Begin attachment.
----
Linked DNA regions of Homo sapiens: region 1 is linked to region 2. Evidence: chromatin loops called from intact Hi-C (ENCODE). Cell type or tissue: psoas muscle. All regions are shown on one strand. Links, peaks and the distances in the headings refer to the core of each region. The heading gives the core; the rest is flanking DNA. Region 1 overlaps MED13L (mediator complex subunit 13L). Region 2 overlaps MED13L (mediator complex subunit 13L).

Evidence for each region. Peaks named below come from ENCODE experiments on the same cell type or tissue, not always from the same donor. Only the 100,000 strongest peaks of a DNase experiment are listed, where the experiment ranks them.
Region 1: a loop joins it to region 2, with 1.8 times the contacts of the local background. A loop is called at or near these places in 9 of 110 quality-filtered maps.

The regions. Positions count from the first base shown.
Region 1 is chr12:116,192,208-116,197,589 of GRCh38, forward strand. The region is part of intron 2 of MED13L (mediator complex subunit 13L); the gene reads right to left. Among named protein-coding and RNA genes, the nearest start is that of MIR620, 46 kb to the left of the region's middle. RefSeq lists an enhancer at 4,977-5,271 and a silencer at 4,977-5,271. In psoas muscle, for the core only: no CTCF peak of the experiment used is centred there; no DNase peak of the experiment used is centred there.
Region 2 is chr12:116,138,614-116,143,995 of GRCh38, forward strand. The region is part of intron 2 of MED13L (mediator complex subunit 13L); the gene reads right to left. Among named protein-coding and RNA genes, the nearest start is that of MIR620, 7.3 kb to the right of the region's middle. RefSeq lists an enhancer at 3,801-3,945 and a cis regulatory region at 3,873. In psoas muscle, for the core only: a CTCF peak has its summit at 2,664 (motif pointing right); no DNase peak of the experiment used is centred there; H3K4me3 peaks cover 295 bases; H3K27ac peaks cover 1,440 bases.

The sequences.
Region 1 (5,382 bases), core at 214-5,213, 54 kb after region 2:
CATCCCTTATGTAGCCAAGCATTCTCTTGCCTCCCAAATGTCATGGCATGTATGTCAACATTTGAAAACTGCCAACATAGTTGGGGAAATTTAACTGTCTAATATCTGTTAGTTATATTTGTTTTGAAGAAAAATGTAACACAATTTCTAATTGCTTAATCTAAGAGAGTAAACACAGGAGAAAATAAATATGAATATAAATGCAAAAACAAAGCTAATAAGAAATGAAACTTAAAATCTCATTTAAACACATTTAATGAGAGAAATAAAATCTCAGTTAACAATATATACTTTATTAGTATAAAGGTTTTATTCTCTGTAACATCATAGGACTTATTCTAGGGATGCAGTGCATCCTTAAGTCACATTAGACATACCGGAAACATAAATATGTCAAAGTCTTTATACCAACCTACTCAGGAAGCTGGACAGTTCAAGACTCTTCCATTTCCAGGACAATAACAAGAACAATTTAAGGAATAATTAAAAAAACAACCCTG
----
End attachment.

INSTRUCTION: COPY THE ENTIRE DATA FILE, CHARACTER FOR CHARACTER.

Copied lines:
Linked DNA regions of Homo sapiens: region 1 is linked to region 2. Evidence: chromatin loops called from intact Hi-C (ENCODE). Cell type or tissue: psoas muscle. All regions are shown on one strand. Links, peaks and the distances in the headings refer to the core of each region. The heading gives the core; the rest is flanking DNA. Region 1 overlaps MED13L (mediator complex subunit 13L). Region 2 overlaps MED13L (mediator complex subunit 13L).

Evidence for each region. Peaks named below come from ENCODE experiments on the same cell type or tissue, not always from the same donor. Only the 100,000 strongest peaks of a DNase experiment are listed, where the experiment ranks them.
Region 1: a loop joins it to region 2, with 1.8 times the contacts of the local background. A loop is called at or near these places in 9 of 110 quality-filtered maps.

The regions. Positions count from the first base shown.
Region 1 is chr12:116,192,208-116,197,589 of GRCh38, forward strand. The region is part of intron 2 of MED13L (mediator complex subunit 13L); the gene reads right to left. Among named protein-coding and RNA genes, the nearest start is that of MIR620, 46 kb to the left of the region's middle. RefSeq lists an enhancer at 4,977-5,271 and a silencer at 4,977-5,271. In psoas muscle, for the core only: no CTCF peak of the experiment used is centred there; no DNase peak of the experiment used is centred there.
Region 2 is chr12:116,138,614-116,143,995 of GRCh38, forward strand. The region is part of intron 2 of MED13L (mediator complex subunit 13L); the gene reads right to left. Among named protein-coding and RNA genes, the nearest start is that of MIR620, 7.3 kb to the right of the region's middle. RefSeq lists an enhancer at 3,801-3,945 and a cis regulatory region at 3,873. In psoas muscle, for the core only: a CTCF peak has its summit at 2,664 (motif pointing right); no DNase peak of the experiment used is centred there; H3K4me3 peaks cover 295 bases; H3K27ac peaks cover 1,440 bases.

The sequences.
Region 1 (5,382 bases), core at 214-5,213, 54 kb after region 2:
CATCCCTTATGTAGCCAAGCATTCTCTTGCCTCCCAAATGTCATGGCATGTATGTCAACATTTGAAAACTGCCAACATAGTTGGGGAAATTTAACTGTCTAATATCTGTTAGTTATATTTGTTTTGAAGAAAAATGTAACACAATTTCTAATTGCTTAATCTAAGAGAGTAAACACAGGAGAAAATAAATATGAATATAAATGCAAAAACAAAGCTAATAAGAAATGAAACTTAAAATCTCATTTAAACACATTTAATGAGAGAAATAAAATCTCAGTTAACAATATATACTTTATTAGTATAAAGGTTTTATTCTCTGTAACATCATAGGACTTATTCTAGGGATGCAGTGCATCCTTAAGTCACATTAGACATACCGGAAACATAAATATGTCAAAGTCTTTATACCAACCTACTCAGGAAGCTGGACAGTTCAAGACTCTTCCATTTCCAGGACAATAACAAGAACAATTTAAGGAATAATTAAAAAAACAACCCTG